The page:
Right now all of us are in the same situation. Stuck in our houses for the 7th week in a row, with little end in sight. Some people (begrudgingly including myself at times), will have wasted away these 7 weeks – waking up at 2pm each day, yet still always feeling like they haven’t quite had enough sleep, and proceeding to steamroll through the last few unrinsed series on Netflix, fuelled solely by the ever-reliable companion of Doritos. However, some mythical creatures have had a very different experience during this pandemic. We’ve all seen these people posting their sunrise runs on Instagram, or smugly uploading their acai berry porridge on their Snapchat stories. I have to admit quite frankly these people can be irritating, rubbing their seemingly inhuman self-control and motivation in your face every hour of the day… You can imagine my shock then when I myself started to resemble one of these creatures. No longer do I let my days slide away from me, fixated on shows I pretended to enjoy but never really did. No longer do I feel guilty seeing the nutritious meals of others online as my crisp packets gave me intensely flirtatious looks from across the room. In recent weeks, I have fairly effortlessly transitioned to spending my days alternating exercise with working through assignments, feasting on meals covered with green that once seemed so unappealing. So what changed? To put it simply – sleep.
For years I have been aware of my need to improve my sleep quality and this has only been confounded by my uni life. The dangerous combination of late-night house parties and early morning lectures has conditioned me to surviving on as little sleep as I can and it had got to the point where even when I didn’t have a house party or a lecture I would deprive my body of much-deserved sleep, regularly watching forgettable YouTube videos deep into the early hours of the morning. It was only once I started sleeping well that I realised how crucial it is to your wellbeing and productivity.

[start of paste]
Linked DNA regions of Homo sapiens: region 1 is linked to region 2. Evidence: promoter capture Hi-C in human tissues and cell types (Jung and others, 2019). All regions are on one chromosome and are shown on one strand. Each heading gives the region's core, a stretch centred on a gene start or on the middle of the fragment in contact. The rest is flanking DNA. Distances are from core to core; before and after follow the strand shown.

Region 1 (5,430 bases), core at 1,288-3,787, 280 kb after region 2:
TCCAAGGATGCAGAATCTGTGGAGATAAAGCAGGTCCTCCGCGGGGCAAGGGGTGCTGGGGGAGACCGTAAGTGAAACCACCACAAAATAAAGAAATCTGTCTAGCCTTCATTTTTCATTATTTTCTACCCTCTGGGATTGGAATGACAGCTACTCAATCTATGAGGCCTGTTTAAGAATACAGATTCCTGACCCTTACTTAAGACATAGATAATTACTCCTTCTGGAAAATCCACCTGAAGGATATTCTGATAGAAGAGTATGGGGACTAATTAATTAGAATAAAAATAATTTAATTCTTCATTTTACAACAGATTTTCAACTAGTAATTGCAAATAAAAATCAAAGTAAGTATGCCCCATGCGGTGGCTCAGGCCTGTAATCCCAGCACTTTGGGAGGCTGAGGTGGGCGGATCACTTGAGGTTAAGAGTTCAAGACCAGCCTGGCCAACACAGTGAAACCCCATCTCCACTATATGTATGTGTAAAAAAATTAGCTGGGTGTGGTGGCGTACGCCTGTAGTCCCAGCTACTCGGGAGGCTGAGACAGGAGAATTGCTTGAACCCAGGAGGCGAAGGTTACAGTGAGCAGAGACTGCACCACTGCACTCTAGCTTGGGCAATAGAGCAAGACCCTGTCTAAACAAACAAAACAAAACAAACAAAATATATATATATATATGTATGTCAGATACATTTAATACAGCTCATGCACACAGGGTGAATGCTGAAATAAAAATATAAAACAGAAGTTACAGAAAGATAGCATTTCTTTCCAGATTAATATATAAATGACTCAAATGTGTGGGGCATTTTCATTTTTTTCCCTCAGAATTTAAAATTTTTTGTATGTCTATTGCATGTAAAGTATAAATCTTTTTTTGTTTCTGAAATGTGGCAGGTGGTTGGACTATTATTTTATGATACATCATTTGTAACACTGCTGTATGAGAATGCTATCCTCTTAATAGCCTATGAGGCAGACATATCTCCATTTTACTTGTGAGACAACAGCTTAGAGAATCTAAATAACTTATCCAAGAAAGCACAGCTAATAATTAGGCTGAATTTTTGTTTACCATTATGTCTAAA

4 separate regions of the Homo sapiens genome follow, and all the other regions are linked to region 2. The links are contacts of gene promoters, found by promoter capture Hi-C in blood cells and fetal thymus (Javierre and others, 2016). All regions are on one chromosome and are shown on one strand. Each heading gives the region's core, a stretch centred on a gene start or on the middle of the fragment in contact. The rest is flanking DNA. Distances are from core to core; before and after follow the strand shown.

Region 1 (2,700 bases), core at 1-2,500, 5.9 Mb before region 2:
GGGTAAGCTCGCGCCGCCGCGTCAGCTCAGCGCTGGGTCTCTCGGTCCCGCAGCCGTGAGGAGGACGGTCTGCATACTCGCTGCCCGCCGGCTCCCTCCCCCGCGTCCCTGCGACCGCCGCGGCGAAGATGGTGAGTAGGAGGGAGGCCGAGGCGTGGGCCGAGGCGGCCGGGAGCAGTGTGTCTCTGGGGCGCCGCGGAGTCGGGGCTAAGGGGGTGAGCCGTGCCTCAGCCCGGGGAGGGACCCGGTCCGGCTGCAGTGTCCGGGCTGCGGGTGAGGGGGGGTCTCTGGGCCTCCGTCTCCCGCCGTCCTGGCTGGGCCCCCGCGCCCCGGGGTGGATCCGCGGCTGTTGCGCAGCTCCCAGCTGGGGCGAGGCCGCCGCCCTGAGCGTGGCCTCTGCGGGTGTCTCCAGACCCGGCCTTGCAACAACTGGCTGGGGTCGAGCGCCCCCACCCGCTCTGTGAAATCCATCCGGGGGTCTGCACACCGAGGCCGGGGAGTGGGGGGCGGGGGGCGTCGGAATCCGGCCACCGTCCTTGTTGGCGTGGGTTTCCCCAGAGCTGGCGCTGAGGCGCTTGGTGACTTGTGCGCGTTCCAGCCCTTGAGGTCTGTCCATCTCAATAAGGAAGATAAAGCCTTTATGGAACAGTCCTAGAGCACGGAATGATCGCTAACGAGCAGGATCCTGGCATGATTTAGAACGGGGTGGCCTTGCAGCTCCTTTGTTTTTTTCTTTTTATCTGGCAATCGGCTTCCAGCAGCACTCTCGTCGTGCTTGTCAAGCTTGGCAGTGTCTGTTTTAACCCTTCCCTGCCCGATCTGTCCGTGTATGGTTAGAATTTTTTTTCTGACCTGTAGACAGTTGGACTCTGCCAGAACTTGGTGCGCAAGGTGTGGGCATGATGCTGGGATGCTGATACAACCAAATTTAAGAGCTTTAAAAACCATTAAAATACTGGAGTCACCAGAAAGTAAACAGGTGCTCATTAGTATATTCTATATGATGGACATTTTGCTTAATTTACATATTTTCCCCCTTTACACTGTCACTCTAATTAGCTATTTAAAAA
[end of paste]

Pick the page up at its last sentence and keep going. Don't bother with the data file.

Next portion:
Studies have shown that sleep deprivation significantly increases your desire for high-calorie foods, impairs focus and perceived effort during exercise – no wonder I found it so difficult to eat healthily, work on my assignments and exercise optimally when I was sleeping inadequately. In this article, I am going to provide you with some of the steps that you can take to ensure you are sleeping properly and to help you become productive for the rest of lockdown (and much longer).
- Sleep and wake up at the same time every night – it turns out my old beloved tactic of starving myself of sleep during the week and then having absolute mammoth sleeping sessions on the weekend in order to catch up isn’t really validated by science. Higher sleep regularity was associated with greater morning and evening happiness, healthiness and calmness in college students. So going to bed and waking up at the same time each day is a surefire way to enhance your sleep.
- Avoid electronic devices a couple of hours before bed – although there’s nothing like a stalk on Instagram before you go to bed, it turns out there actually is. This is in fact one of the worst things you can do for your sleep quality. Electronic devices emit large quantities of blue light wavelengths, which can suppress the secretion of a hormone called melatonin. Basically, this is a hormone that tells your body when to sleep and increases the depth of your sleep. Therefore, that nightly scroll on twitter or watch of youtube can decrease both the quantity and quality of sleep that you’re having. Replace that with a late-night walk or read and you will feel much more rested the next day.
- Take a CBD supplement – one simple way of boosting that sleep is taking CBD regularly. CBD or cannabidiol is a compound found in cannabis that doesn’t have the psychoactive effects seen from cannabis usage due to the lack of tetrahydrocannabinol or if you’re not trying to destroy your parents at scrabble – THC. A study involving 103 adults with concerns over anxiety or poor sleep found that anxiety scores decreased in 79% of participants and conversely sleep scores improved in 66% of participants after one month of CBD usage. This suggests that CBD supplementation is definitely worth a try if you’re struggling with your sleep, especially if this is in part due to anxiety. Make sure to buy your CBD products from reliable sources in order to ensure it contains the proper dosages and ingredients.
I hope I have convinced you to follow these steps in order to improve your sleep and to help get you out of that lockdown rut.